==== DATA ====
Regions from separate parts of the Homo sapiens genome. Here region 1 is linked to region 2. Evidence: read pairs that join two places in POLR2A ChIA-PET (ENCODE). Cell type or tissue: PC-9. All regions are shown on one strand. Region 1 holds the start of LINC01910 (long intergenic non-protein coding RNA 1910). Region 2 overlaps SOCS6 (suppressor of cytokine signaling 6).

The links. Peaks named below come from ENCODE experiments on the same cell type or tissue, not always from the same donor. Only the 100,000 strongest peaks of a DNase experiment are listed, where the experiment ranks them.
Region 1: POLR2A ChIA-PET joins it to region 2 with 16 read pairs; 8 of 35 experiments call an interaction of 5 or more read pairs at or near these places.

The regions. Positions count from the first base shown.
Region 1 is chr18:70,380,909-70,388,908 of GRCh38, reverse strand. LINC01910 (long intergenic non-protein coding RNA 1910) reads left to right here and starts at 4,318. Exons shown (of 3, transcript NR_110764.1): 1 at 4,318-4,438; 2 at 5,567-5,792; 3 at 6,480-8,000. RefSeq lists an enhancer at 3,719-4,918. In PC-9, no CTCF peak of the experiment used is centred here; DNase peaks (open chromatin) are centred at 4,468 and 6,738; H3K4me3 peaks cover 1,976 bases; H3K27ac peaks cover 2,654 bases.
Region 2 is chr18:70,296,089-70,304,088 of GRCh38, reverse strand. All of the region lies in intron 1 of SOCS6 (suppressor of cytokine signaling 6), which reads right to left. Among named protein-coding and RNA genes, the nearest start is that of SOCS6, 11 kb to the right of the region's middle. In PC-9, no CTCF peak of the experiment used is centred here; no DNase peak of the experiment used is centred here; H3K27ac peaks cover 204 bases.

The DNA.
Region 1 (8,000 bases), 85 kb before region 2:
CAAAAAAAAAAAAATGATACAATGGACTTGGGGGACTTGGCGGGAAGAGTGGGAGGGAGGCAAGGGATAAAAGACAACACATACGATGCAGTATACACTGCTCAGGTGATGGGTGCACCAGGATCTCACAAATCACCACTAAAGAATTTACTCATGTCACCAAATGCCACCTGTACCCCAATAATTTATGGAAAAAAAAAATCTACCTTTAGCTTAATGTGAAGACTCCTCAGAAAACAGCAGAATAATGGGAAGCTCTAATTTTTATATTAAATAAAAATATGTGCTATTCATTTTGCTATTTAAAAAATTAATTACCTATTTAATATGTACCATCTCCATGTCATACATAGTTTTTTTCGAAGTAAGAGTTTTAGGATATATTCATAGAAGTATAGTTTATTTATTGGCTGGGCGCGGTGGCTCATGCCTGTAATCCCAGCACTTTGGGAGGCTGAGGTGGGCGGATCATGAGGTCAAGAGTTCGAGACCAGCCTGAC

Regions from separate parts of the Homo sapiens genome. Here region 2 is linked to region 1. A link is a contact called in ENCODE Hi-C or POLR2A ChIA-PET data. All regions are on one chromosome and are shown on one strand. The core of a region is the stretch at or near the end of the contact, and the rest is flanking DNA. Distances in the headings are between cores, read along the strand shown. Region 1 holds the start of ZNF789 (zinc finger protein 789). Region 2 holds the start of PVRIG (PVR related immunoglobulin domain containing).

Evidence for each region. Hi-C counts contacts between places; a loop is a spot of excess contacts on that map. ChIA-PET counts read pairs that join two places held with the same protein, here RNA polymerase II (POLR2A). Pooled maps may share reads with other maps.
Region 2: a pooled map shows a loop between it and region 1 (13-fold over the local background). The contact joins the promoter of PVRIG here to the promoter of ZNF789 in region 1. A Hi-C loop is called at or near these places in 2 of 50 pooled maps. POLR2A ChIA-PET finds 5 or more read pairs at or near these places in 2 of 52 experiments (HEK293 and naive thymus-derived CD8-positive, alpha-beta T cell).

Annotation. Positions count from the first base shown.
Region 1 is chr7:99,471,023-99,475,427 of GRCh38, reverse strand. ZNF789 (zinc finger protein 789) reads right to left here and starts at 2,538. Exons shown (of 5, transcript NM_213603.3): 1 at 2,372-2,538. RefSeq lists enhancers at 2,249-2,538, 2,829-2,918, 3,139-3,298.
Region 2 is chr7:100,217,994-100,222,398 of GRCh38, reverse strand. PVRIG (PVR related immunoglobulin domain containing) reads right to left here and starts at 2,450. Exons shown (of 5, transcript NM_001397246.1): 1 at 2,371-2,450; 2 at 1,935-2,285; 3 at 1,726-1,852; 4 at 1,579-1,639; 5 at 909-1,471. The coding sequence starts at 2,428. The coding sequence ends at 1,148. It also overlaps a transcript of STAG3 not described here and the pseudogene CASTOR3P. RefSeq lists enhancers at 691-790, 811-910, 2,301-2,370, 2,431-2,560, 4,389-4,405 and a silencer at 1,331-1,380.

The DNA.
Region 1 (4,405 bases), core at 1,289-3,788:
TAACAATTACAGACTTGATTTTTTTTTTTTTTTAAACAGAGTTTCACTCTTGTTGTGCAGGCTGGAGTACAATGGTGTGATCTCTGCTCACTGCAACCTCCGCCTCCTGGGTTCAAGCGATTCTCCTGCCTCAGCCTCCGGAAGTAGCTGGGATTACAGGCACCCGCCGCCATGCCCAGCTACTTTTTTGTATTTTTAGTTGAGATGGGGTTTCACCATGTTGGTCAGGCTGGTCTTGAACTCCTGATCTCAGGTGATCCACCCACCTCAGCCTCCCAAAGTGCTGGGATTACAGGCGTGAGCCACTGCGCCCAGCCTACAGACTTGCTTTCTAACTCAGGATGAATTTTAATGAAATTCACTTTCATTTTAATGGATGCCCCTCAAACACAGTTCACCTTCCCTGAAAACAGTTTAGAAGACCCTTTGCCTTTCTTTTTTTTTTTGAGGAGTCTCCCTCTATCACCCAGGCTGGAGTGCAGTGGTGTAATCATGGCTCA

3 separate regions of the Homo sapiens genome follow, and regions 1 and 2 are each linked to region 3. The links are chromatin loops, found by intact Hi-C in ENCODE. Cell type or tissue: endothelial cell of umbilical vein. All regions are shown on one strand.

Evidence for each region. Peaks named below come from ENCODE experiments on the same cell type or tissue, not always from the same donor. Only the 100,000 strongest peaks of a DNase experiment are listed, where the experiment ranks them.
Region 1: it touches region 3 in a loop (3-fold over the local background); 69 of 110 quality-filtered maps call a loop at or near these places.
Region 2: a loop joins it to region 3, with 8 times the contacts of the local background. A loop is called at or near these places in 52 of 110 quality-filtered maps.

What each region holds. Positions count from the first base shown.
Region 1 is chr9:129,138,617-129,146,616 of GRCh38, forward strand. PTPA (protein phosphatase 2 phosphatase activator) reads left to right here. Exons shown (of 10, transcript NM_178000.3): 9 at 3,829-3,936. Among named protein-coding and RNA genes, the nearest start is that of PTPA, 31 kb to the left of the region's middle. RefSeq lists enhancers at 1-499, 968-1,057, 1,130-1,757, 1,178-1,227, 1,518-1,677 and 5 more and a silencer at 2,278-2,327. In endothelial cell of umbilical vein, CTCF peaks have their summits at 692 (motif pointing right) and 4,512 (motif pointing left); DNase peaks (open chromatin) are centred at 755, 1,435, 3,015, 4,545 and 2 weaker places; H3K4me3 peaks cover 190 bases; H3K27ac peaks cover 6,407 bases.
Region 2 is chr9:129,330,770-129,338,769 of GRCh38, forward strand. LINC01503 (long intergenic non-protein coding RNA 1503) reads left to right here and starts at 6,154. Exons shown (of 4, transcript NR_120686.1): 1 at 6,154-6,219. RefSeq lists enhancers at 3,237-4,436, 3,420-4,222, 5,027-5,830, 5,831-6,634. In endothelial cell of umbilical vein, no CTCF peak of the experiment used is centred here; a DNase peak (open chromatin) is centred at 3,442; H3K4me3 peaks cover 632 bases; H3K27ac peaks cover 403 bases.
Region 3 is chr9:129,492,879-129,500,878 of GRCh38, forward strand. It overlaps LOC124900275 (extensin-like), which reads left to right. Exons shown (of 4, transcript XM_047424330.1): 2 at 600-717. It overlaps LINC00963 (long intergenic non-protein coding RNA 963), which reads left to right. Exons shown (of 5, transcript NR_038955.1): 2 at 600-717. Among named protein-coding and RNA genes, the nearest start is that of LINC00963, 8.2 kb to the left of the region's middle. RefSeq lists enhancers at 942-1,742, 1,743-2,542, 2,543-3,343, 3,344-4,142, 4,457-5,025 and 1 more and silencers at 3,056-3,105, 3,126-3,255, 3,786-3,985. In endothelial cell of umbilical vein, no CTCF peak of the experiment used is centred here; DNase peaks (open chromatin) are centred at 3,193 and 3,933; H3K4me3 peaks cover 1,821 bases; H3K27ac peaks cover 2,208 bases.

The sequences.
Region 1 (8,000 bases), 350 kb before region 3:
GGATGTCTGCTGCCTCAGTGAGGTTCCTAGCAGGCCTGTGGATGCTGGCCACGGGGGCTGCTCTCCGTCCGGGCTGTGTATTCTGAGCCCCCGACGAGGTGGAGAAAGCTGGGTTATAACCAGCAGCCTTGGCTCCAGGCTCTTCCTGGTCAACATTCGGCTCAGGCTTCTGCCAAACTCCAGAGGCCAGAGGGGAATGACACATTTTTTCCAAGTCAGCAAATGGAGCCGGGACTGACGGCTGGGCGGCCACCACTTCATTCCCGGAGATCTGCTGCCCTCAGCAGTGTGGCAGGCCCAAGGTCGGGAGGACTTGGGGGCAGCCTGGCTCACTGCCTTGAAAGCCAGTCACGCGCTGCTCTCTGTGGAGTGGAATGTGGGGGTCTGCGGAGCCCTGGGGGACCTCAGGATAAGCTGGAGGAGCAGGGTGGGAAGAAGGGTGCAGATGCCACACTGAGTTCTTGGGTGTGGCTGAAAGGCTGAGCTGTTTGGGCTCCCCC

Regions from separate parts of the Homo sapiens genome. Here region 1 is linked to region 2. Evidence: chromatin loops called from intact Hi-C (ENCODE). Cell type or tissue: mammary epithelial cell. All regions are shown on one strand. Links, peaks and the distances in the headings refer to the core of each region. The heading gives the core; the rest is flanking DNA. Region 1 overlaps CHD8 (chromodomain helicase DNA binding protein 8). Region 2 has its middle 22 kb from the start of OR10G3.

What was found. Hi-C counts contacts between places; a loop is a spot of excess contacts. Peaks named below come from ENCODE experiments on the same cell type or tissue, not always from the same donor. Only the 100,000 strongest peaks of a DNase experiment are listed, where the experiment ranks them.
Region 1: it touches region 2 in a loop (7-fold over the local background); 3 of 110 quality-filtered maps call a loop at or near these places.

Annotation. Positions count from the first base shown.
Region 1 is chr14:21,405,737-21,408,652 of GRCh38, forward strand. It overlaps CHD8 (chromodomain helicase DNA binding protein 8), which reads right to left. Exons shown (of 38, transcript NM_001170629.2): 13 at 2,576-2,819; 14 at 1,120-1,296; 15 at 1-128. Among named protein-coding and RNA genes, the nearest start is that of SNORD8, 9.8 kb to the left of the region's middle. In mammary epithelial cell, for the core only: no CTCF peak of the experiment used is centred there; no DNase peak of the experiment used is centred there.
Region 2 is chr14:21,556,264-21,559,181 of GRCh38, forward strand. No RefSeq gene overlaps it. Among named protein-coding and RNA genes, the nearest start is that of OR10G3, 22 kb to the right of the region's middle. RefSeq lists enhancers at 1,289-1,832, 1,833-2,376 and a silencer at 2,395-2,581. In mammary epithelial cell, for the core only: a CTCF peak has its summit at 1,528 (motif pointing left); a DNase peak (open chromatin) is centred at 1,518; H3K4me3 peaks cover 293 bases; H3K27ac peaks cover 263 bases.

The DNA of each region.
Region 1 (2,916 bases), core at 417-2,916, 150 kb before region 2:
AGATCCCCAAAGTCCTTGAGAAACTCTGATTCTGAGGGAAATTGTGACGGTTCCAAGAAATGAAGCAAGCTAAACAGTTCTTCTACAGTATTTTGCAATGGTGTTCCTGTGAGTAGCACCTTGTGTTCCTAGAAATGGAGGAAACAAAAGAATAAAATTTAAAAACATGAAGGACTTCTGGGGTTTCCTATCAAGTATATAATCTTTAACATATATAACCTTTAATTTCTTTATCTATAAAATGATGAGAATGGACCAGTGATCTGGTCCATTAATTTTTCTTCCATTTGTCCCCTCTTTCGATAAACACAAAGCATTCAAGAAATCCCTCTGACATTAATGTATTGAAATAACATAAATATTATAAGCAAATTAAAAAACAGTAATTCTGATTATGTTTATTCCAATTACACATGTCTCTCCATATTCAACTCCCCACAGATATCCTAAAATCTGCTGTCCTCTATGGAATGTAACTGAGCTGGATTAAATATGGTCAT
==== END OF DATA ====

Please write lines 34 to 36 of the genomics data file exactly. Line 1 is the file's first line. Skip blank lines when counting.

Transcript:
Region 1 is chr14:21,405,737-21,408,652 of GRCh38, forward strand. It overlaps CHD8 (chromodomain helicase DNA binding protein 8), which reads right to left. Exons shown (of 38, transcript NM_001170629.2): 13 at 2,576-2,819; 14 at 1,120-1,296; 15 at 1-128. Among named protein-coding and RNA genes, the nearest start is that of SNORD8, 9.8 kb to the left of the region's middle. In mammary epithelial cell, for the core only: no CTCF peak of the experiment used is centred there; no DNase peak of the experiment used is centred there.
Region 2 is chr14:21,556,264-21,559,181 of GRCh38, forward strand. No RefSeq gene overlaps it. Among named protein-coding and RNA genes, the nearest start is that of OR10G3, 22 kb to the right of the region's middle. RefSeq lists enhancers at 1,289-1,832, 1,833-2,376 and a silencer at 2,395-2,581. In mammary epithelial cell, for the core only: a CTCF peak has its summit at 1,528 (motif pointing left); a DNase peak (open chromatin) is centred at 1,518; H3K4me3 peaks cover 293 bases; H3K27ac peaks cover 263 bases.

The DNA of each region.